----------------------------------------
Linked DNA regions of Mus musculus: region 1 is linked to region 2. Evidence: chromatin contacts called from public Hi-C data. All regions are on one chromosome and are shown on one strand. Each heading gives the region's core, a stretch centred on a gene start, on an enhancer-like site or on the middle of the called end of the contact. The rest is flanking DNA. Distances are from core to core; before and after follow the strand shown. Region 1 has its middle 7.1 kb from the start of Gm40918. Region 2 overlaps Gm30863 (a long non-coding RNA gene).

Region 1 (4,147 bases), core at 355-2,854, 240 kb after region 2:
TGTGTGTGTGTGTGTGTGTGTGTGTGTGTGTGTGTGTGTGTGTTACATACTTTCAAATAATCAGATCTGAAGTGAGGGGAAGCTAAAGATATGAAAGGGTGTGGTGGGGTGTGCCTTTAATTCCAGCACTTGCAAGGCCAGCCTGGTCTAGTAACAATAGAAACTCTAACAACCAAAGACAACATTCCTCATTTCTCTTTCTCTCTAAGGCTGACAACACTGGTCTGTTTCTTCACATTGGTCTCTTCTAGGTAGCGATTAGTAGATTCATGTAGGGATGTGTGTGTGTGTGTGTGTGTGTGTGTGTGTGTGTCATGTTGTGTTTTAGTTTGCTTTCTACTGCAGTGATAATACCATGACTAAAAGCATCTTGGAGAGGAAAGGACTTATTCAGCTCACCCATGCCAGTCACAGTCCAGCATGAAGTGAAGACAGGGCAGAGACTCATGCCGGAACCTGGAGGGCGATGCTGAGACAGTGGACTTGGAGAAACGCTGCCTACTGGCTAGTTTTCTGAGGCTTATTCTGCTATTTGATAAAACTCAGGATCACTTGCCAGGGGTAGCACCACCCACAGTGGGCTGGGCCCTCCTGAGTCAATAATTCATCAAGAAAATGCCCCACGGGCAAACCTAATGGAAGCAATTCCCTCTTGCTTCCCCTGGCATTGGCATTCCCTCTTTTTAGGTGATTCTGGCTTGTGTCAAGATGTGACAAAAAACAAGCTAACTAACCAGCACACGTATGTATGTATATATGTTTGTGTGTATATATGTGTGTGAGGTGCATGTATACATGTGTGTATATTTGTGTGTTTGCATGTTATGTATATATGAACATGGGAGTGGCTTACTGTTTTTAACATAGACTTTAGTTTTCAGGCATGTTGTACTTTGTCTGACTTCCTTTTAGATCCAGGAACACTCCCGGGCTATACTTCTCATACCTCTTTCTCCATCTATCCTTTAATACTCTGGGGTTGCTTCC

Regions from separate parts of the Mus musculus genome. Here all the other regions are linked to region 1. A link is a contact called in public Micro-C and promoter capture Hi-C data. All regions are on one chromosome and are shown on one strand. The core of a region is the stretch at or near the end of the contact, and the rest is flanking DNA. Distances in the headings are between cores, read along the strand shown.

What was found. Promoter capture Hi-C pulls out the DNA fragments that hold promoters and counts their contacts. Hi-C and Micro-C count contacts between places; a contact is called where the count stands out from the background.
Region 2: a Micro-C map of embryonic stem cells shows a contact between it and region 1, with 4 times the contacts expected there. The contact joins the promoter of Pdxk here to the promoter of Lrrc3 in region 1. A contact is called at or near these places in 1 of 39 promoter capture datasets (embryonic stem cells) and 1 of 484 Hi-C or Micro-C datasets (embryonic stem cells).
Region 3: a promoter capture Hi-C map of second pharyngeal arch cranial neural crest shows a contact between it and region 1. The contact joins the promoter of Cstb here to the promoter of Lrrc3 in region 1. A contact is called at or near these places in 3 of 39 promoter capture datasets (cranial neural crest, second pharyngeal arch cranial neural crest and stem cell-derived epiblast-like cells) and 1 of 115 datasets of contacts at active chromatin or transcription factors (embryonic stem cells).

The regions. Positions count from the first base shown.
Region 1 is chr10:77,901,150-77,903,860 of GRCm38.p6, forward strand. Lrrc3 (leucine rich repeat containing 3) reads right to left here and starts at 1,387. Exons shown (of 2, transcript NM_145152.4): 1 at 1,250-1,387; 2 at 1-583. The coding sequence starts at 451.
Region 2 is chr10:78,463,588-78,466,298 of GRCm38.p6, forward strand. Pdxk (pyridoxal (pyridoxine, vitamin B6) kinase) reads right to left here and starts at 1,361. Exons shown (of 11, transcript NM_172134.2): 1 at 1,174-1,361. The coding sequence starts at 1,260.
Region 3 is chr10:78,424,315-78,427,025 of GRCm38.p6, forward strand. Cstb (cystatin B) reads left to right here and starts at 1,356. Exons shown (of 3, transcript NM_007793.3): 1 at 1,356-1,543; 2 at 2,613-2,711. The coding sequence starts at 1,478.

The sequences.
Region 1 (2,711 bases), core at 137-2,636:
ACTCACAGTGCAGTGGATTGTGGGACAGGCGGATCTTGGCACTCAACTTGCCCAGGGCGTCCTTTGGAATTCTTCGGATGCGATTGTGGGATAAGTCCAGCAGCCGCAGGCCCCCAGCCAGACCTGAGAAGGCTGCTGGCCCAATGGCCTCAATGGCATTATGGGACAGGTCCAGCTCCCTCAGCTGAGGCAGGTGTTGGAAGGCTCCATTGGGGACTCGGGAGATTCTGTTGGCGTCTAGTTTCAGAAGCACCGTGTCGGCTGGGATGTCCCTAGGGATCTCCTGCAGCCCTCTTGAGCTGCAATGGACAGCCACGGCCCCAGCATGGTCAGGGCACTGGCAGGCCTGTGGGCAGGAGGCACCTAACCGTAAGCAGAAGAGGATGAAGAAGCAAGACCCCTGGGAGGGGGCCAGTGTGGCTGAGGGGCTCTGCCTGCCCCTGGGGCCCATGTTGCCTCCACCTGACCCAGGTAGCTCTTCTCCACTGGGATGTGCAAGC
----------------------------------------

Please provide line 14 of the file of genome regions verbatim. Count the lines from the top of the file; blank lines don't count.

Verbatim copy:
ACTCACAGTGCAGTGGATTGTGGGACAGGCGGATCTTGGCACTCAACTTGCCCAGGGCGTCCTTTGGAATTCTTCGGATGCGATTGTGGGATAAGTCCAGCAGCCGCAGGCCCCCAGCCAGACCTGAGAAGGCTGCTGGCCCAATGGCCTCAATGGCATTATGGGACAGGTCCAGCTCCCTCAGCTGAGGCAGGTGTTGGAAGGCTCCATTGGGGACTCGGGAGATTCTGTTGGCGTCTAGTTTCAGAAGCACCGTGTCGGCTGGGATGTCCCTAGGGATCTCCTGCAGCCCTCTTGAGCTGCAATGGACAGCCACGGCCCCAGCATGGTCAGGGCACTGGCAGGCCTGTGGGCAGGAGGCACCTAACCGTAAGCAGAAGAGGATGAAGAAGCAAGACCCCTGGGAGGGGGCCAGTGTGGCTGAGGGGCTCTGCCTGCCCCTGGGGCCCATGTTGCCTCCACCTGACCCAGGTAGCTCTTCTCCACTGGGATGTGCAAGC